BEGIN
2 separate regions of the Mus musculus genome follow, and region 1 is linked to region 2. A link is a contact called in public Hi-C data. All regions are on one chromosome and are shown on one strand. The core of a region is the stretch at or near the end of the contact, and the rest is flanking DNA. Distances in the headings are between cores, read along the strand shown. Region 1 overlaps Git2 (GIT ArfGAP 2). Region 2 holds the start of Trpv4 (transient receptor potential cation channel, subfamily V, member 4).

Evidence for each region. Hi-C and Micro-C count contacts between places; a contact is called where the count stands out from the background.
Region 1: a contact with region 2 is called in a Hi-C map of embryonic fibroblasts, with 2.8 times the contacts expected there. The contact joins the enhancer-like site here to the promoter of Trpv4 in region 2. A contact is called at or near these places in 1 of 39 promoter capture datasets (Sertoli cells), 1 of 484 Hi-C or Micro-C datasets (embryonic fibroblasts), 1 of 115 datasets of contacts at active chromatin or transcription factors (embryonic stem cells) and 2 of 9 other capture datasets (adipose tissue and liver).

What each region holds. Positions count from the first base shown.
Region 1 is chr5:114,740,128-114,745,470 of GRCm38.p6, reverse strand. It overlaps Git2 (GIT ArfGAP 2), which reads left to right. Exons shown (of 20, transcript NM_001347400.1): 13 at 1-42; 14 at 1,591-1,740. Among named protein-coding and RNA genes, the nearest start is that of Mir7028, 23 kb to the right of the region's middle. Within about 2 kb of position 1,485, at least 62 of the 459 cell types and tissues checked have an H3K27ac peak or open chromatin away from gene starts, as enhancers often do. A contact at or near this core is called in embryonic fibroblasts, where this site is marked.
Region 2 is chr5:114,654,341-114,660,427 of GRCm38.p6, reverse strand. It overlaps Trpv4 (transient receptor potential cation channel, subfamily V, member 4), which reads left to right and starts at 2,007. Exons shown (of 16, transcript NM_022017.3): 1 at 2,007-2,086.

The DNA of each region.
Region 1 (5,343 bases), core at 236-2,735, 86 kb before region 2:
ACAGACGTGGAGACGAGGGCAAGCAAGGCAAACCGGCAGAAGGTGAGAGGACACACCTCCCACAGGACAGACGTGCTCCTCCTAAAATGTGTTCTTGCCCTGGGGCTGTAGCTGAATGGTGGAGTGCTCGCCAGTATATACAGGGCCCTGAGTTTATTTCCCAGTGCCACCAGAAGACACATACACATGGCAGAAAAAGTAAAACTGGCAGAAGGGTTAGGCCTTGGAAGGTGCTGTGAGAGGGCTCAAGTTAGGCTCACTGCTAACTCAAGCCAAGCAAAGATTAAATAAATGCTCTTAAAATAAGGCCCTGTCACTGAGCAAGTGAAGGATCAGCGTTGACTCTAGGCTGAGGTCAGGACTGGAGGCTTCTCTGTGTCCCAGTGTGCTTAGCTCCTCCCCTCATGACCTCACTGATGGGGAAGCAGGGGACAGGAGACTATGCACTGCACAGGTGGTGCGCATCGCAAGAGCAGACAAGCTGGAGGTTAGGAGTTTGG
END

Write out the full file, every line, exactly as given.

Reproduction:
2 separate regions of the Mus musculus genome follow, and region 1 is linked to region 2. A link is a contact called in public Hi-C data. All regions are on one chromosome and are shown on one strand. The core of a region is the stretch at or near the end of the contact, and the rest is flanking DNA. Distances in the headings are between cores, read along the strand shown. Region 1 overlaps Git2 (GIT ArfGAP 2). Region 2 holds the start of Trpv4 (transient receptor potential cation channel, subfamily V, member 4).

Evidence for each region. Hi-C and Micro-C count contacts between places; a contact is called where the count stands out from the background.
Region 1: a contact with region 2 is called in a Hi-C map of embryonic fibroblasts, with 2.8 times the contacts expected there. The contact joins the enhancer-like site here to the promoter of Trpv4 in region 2. A contact is called at or near these places in 1 of 39 promoter capture datasets (Sertoli cells), 1 of 484 Hi-C or Micro-C datasets (embryonic fibroblasts), 1 of 115 datasets of contacts at active chromatin or transcription factors (embryonic stem cells) and 2 of 9 other capture datasets (adipose tissue and liver).

What each region holds. Positions count from the first base shown.
Region 1 is chr5:114,740,128-114,745,470 of GRCm38.p6, reverse strand. It overlaps Git2 (GIT ArfGAP 2), which reads left to right. Exons shown (of 20, transcript NM_001347400.1): 13 at 1-42; 14 at 1,591-1,740. Among named protein-coding and RNA genes, the nearest start is that of Mir7028, 23 kb to the right of the region's middle. Within about 2 kb of position 1,485, at least 62 of the 459 cell types and tissues checked have an H3K27ac peak or open chromatin away from gene starts, as enhancers often do. A contact at or near this core is called in embryonic fibroblasts, where this site is marked.
Region 2 is chr5:114,654,341-114,660,427 of GRCm38.p6, reverse strand. It overlaps Trpv4 (transient receptor potential cation channel, subfamily V, member 4), which reads left to right and starts at 2,007. Exons shown (of 16, transcript NM_022017.3): 1 at 2,007-2,086.

The DNA of each region.
Region 1 (5,343 bases), core at 236-2,735, 86 kb before region 2:
ACAGACGTGGAGACGAGGGCAAGCAAGGCAAACCGGCAGAAGGTGAGAGGACACACCTCCCACAGGACAGACGTGCTCCTCCTAAAATGTGTTCTTGCCCTGGGGCTGTAGCTGAATGGTGGAGTGCTCGCCAGTATATACAGGGCCCTGAGTTTATTTCCCAGTGCCACCAGAAGACACATACACATGGCAGAAAAAGTAAAACTGGCAGAAGGGTTAGGCCTTGGAAGGTGCTGTGAGAGGGCTCAAGTTAGGCTCACTGCTAACTCAAGCCAAGCAAAGATTAAATAAATGCTCTTAAAATAAGGCCCTGTCACTGAGCAAGTGAAGGATCAGCGTTGACTCTAGGCTGAGGTCAGGACTGGAGGCTTCTCTGTGTCCCAGTGTGCTTAGCTCCTCCCCTCATGACCTCACTGATGGGGAAGCAGGGGACAGGAGACTATGCACTGCACAGGTGGTGCGCATCGCAAGAGCAGACAAGCTGGAGGTTAGGAGTTTGG